On Saturday 4th October we met record-breaking paralympian Tanni Grey Thompson at the Croydon's Clocktower - an event we had been looking forward to and working towards for some time.
Learners from CALAT had been involved in a project on the theme of overcoming adveristy. The literacy groups had each read her book, 'Aim High', with each learner then doing a piece of biographical writing outlining a hardship that they had overcome in their lives. Next, the learners had their work published in a booklet which was given to Tanni on the day.
Brit School - A Script of Sorts
The event started off with an excellent performance by a group from the BRIT school who performed a piece called: 'Life: A Script of Sorts'. Combining music dance and personal writing, they were able to communicate as individuals their collective will to live and celebrate the experience at the same time. It was nice to see such a young group able to express a very positive sense of what life means to them, all the more poignant given their 'Script of Sorts' was developed in the context of working with children in a local hospice.
The Young Poets
Next a group of young poets took the stage by storm, using a variety of poetic forms inclusing the limmerick, diamante and shape poetry to express themselves on themes of achievement among others. As the Psalmist said (Pslam 8:2): 'from the lips of babes and infants you have established strength, because of your adversaries, that you might silence the enemy and the avenger'. Not normally one to misappropriate the Bible, I did feel that it was remarkable to see such young children writing and then reading poetry in front of such large crowds. Maybe the enemy and the avenger are illiteracy, ignorance and poverty which would seem automatically to occupy any space left by a lack of learning. So maybe education is a powerful weapon against such things; this is an argument that the children made for themselves as they demonstrated how rewarding it was for them to work with poetry and rhyme at a young age.
CALAT Literacy Learners
Our Literacy learners really did well, reading some very personal writing to a large assembled group of mostly strangers. Their work covered themes such as alcoholism, equal opportunities, the shame of illiteracy and memories from childhood. They stood up proud and we were proud of them. It was not difficult to see the value of their education as they delivered their work clearly and confidently one by one. One learner even said that the service had made a huge difference to her life. (Keep it coming!) Many other learners, although not present, had contributed to the booklet making for a real smorgasbord of a publication, with just enough of each story to leave you wishing to read more.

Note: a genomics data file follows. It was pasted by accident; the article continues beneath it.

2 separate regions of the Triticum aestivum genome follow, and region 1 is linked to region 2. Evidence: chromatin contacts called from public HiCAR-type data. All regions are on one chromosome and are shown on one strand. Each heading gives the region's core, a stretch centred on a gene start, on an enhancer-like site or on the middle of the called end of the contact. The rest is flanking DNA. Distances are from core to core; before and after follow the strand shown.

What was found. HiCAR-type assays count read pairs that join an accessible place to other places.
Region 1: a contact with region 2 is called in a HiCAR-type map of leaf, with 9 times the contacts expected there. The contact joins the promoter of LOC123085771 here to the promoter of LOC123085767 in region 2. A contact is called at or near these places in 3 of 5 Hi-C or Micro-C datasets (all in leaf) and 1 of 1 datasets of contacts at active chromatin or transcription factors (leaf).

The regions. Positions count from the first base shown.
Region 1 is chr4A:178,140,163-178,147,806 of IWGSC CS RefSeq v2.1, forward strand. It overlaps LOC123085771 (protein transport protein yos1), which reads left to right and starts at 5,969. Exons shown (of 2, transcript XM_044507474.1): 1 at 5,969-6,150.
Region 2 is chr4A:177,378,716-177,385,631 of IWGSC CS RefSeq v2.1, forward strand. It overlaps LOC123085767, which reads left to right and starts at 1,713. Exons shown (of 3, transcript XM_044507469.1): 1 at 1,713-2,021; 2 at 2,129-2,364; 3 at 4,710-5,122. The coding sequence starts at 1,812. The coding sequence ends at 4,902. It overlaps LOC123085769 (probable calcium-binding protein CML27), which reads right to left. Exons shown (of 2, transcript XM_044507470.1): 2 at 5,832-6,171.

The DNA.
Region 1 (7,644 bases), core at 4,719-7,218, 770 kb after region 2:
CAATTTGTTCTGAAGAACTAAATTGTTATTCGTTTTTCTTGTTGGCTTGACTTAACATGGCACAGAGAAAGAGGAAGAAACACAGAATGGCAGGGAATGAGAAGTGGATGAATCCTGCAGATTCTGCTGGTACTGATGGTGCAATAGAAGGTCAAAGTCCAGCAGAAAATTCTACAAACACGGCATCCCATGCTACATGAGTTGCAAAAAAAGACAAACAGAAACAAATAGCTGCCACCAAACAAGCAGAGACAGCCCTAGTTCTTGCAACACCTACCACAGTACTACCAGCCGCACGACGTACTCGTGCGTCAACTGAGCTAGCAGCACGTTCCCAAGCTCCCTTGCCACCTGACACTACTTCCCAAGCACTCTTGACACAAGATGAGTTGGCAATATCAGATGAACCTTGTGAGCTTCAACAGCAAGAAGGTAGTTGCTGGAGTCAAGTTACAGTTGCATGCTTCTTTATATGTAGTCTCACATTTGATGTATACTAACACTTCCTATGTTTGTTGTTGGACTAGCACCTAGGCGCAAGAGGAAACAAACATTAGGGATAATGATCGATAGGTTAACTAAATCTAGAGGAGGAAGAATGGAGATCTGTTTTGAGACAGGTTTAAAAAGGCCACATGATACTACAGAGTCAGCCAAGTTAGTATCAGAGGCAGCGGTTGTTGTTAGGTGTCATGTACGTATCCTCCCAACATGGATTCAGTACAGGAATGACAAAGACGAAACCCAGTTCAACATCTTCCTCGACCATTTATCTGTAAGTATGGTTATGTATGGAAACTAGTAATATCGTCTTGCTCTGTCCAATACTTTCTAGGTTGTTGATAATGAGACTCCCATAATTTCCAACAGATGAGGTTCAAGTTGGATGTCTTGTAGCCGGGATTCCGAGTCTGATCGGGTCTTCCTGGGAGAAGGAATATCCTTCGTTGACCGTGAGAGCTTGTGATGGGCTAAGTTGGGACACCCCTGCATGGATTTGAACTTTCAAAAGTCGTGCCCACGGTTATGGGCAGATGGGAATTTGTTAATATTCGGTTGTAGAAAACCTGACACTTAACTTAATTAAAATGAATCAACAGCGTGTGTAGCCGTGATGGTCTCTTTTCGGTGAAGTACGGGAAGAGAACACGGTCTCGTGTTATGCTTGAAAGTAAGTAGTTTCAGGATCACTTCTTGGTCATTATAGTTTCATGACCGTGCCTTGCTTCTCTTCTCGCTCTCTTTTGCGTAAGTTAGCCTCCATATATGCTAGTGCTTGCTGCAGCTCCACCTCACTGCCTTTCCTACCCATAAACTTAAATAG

Lanfranc School Learners
The stories written by the Lanfranc learners were also a remarkable pointer to the value of investing in and supporting those in need who chose our country as a place of refuge. I know what we do is ultimately reckoned in terms of numbers and percentage; the value to the Lanfranc learners, though, of the input from their helpers and teachers did seem clearly to transcend such as a calculation.
Tanni Grey Thompson
Tanni then spoke for about half an hour talking about her early life, her athletics career and her life since retiring from the track. She is a very bright individual with a strong desire to succeed and seems never to have worn her impairment a reason to aim for anything other than the absolutely maximum she could achieve in her life. She won 16 Paralympic medals in her career including 11 golds. She deferred reitrement after Athens 2004 and only winning two Golds feeling that she still had unfinished business on the track. This is a philosophy that she seems still to be following today working as a mentor and coach to young athletes among other roles.
Read more about Tanni on Wikipedia
We All Have a Story
As her talk finished it was evident that we had not heard the whole story. Similarly, the learners were only able to read exerpts from their longer pieces. Collectively, there seemed to be a story rising up out of everyone, if only we'd had enough time to hear it all. I got the feeling that the total amount of narrative present in the audience had a greater mass than I had imagined. I even wanted to stand up and tell my story. In an atmosphere of trust, as the stories come out into the light, it does not seem at all unreasonable that the shadows of fear and laziness might gradually evaporate leaving clear a way ahead we thought we might never walk down.
Croydon Cultural Olympiad